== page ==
Sydney, Jan 31 (IANS) Veteran Australia opener David Warner has expressed his feeling of being scared over the future of Test cricket, and wants emerging players to play more of the longer format instead of focusing on lucrative franchise T20 leagues.
“I’ve got this little bit of scaredness (sic) about what’s going to happen in the next 5-10 years with where cricket is actually heading. I’d love for guys who are coming through to actually play red-ball cricket because that’s the legacy that you should want to leave behind,” Warner said at the Australian Cricket Awards.
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Warner first came into reckoning due to his performances in T20s before debuting in Test cricket and now having 101 caps in the format. But many Australian cricketers like Tim David, Chris Lynn and Marcus Stoinis have had lucrative T20 contracts all over the world instead of carving out a career in Test cricket.
“Playing in the Test arena is amazing and it’s a true test of cricket and how good you measure up to the greats of the game. At the end of the day, everything comes with financial rewards. If you aspire to get a central Australian contract, then you’re going to be rewarded.”
“I think guys see the short term at the moment with all the leagues around, but the best way to get value for your currency is to actually make a name for yourself. There’s only been a small minority of people who have been able to do that and have a long career.”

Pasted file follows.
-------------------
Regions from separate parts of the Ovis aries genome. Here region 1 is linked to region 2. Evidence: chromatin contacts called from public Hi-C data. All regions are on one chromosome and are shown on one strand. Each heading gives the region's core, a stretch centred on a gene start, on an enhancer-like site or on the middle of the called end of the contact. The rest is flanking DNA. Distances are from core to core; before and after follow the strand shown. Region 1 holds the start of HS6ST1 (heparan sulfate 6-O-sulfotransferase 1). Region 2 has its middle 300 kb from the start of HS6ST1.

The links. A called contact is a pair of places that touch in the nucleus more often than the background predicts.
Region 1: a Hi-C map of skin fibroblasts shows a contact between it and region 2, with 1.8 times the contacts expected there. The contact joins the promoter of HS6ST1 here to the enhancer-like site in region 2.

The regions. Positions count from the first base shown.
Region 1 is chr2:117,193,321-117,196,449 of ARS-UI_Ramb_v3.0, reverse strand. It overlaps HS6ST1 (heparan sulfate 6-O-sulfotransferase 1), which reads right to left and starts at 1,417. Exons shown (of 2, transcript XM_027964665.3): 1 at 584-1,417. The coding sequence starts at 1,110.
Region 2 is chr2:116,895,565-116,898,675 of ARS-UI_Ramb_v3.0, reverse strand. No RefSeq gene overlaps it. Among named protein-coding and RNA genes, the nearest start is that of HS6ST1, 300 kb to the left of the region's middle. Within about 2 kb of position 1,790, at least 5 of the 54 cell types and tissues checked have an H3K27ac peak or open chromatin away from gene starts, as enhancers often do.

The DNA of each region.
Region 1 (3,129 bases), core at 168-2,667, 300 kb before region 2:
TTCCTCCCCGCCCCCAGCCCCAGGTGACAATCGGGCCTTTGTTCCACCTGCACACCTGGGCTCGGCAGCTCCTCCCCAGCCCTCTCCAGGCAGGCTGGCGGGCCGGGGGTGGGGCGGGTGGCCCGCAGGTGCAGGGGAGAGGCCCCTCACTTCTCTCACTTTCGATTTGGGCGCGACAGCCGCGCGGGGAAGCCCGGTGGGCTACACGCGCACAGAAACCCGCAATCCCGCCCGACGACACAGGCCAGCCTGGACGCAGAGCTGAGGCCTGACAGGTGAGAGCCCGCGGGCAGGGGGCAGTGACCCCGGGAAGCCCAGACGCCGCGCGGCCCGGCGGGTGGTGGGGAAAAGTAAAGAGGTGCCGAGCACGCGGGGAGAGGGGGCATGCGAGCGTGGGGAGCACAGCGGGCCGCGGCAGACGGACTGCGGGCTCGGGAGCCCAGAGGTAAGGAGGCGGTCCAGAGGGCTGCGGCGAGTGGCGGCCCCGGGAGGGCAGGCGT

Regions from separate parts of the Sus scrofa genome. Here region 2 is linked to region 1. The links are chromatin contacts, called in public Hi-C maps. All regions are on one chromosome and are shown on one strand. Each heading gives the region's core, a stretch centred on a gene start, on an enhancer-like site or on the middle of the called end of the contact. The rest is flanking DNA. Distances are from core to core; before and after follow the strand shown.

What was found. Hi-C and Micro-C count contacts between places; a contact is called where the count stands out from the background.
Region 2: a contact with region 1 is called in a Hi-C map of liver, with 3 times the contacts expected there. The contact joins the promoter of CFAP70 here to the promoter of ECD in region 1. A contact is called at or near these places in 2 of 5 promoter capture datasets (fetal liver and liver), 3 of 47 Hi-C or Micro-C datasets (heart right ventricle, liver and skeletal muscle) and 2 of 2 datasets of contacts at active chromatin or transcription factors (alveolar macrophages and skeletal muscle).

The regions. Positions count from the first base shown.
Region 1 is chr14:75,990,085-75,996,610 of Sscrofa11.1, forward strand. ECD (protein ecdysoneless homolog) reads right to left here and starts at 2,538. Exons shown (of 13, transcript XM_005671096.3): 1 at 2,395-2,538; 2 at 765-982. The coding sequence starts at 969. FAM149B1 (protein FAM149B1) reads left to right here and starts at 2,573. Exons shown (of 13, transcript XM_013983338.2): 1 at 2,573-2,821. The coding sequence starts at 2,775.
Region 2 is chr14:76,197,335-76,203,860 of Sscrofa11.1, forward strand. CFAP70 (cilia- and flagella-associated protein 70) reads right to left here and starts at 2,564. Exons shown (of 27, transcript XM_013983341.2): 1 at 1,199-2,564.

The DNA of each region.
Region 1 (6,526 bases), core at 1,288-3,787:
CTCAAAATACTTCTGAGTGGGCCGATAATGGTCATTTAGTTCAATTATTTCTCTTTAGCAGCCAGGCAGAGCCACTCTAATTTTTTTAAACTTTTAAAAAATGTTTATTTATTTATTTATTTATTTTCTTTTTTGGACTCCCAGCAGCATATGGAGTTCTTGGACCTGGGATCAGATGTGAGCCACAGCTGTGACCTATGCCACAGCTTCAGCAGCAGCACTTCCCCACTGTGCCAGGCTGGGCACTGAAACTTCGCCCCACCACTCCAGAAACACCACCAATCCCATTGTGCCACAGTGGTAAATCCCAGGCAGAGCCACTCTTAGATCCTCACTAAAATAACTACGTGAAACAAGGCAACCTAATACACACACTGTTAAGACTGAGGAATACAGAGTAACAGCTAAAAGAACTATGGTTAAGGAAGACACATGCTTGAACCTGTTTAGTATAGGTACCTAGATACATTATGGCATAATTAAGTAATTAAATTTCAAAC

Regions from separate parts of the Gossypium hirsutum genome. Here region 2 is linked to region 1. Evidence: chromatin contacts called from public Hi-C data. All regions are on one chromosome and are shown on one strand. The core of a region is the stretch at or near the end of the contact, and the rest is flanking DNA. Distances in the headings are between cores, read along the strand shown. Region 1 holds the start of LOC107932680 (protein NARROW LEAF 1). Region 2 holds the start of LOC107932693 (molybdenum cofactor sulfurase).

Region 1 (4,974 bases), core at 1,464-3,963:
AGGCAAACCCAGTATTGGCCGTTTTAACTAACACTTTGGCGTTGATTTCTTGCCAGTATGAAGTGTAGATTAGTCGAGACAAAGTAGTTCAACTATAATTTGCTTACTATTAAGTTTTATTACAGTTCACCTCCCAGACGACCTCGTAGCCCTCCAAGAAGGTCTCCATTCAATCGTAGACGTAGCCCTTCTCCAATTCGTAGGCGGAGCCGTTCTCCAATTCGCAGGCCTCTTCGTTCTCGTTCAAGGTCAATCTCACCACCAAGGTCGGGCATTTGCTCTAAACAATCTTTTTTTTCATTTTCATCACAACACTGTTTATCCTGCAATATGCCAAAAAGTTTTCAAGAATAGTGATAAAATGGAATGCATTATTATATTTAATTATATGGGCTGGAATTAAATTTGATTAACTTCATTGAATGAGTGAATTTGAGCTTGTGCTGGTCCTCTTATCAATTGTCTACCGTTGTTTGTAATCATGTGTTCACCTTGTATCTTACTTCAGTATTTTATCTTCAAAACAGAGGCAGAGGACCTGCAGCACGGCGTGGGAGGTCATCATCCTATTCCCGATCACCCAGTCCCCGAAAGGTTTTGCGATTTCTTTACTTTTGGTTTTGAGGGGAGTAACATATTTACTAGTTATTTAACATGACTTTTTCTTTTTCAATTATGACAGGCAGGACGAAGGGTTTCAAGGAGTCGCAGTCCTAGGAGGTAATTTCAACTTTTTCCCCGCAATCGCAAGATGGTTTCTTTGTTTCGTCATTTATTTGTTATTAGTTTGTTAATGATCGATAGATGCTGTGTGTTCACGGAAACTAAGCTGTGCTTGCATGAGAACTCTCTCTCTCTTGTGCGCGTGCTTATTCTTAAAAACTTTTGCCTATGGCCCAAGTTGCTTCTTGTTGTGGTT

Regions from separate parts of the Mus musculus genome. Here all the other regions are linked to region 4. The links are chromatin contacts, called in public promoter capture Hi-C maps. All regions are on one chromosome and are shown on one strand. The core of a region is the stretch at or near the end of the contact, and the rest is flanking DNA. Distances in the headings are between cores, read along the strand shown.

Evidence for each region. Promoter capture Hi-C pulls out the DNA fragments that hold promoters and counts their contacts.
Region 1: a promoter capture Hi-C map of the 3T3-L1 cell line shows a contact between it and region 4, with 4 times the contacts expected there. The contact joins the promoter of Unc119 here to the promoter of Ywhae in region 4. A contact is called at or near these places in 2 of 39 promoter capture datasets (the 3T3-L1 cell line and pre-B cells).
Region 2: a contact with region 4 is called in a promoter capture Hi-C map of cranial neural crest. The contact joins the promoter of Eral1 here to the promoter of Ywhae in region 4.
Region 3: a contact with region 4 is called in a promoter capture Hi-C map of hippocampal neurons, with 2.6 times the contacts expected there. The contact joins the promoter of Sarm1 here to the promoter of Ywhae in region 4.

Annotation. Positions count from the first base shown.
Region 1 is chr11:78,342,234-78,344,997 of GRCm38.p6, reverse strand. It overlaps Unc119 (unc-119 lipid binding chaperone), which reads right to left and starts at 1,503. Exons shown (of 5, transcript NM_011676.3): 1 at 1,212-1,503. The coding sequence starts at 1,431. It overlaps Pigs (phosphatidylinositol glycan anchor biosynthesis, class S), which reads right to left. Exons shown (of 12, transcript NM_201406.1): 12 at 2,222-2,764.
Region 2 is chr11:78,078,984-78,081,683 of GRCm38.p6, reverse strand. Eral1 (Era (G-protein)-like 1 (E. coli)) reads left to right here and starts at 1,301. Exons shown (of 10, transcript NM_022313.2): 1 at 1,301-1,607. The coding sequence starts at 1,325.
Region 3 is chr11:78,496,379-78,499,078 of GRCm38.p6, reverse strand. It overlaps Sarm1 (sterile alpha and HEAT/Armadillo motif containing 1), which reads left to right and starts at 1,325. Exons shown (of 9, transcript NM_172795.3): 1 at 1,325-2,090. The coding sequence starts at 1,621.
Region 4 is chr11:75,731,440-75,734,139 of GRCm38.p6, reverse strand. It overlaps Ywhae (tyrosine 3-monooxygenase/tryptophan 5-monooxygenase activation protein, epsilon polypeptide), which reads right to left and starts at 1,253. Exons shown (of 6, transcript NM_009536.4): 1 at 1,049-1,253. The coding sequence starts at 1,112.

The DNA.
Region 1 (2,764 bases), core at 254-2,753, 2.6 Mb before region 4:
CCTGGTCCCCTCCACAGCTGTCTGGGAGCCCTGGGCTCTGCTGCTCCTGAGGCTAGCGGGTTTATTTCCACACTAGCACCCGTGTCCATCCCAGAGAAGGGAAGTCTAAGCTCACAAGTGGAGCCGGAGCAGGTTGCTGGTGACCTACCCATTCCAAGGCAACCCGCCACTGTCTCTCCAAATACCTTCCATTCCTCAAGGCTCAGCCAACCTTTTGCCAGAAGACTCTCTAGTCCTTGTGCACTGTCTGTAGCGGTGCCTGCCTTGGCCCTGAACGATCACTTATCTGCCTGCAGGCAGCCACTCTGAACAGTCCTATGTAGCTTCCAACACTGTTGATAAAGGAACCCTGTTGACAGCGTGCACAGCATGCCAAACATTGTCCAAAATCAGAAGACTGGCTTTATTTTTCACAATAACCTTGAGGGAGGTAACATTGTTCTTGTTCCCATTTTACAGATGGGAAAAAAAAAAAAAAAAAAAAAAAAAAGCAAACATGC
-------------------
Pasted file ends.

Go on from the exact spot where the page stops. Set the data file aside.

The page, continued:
“You want to aspire to play cricket for Australia, and you’re only going to get there by putting numbers on the board. Through Big Bash, if you think that’s going to be your way and you don’t want to play red-ball cricket, then you probably won’t get that value of currency in the other franchise leagues,” he elaborated.
Warner’s next assignment in Test cricket is a trip to India for next month’s four-match Test series to be played for the Border-Gavaskar Trophy. The Pat Cummins-led side will train at the Karnataka State Cricket Association (KSCA) Cricket Ground in Alur for four days before playing the first Test at Nagpur from February 9.
It will be followed by second, third and fourth Tests at New Delhi (February 17-21), Dharamshala (March 1-5) and Ahmedabad (March 9-13). After the end of the Tests, a three-match ODI series between India and Australia will begin from March 17 in Mumbai, followed by matches in Visakhapatnam and Chennai.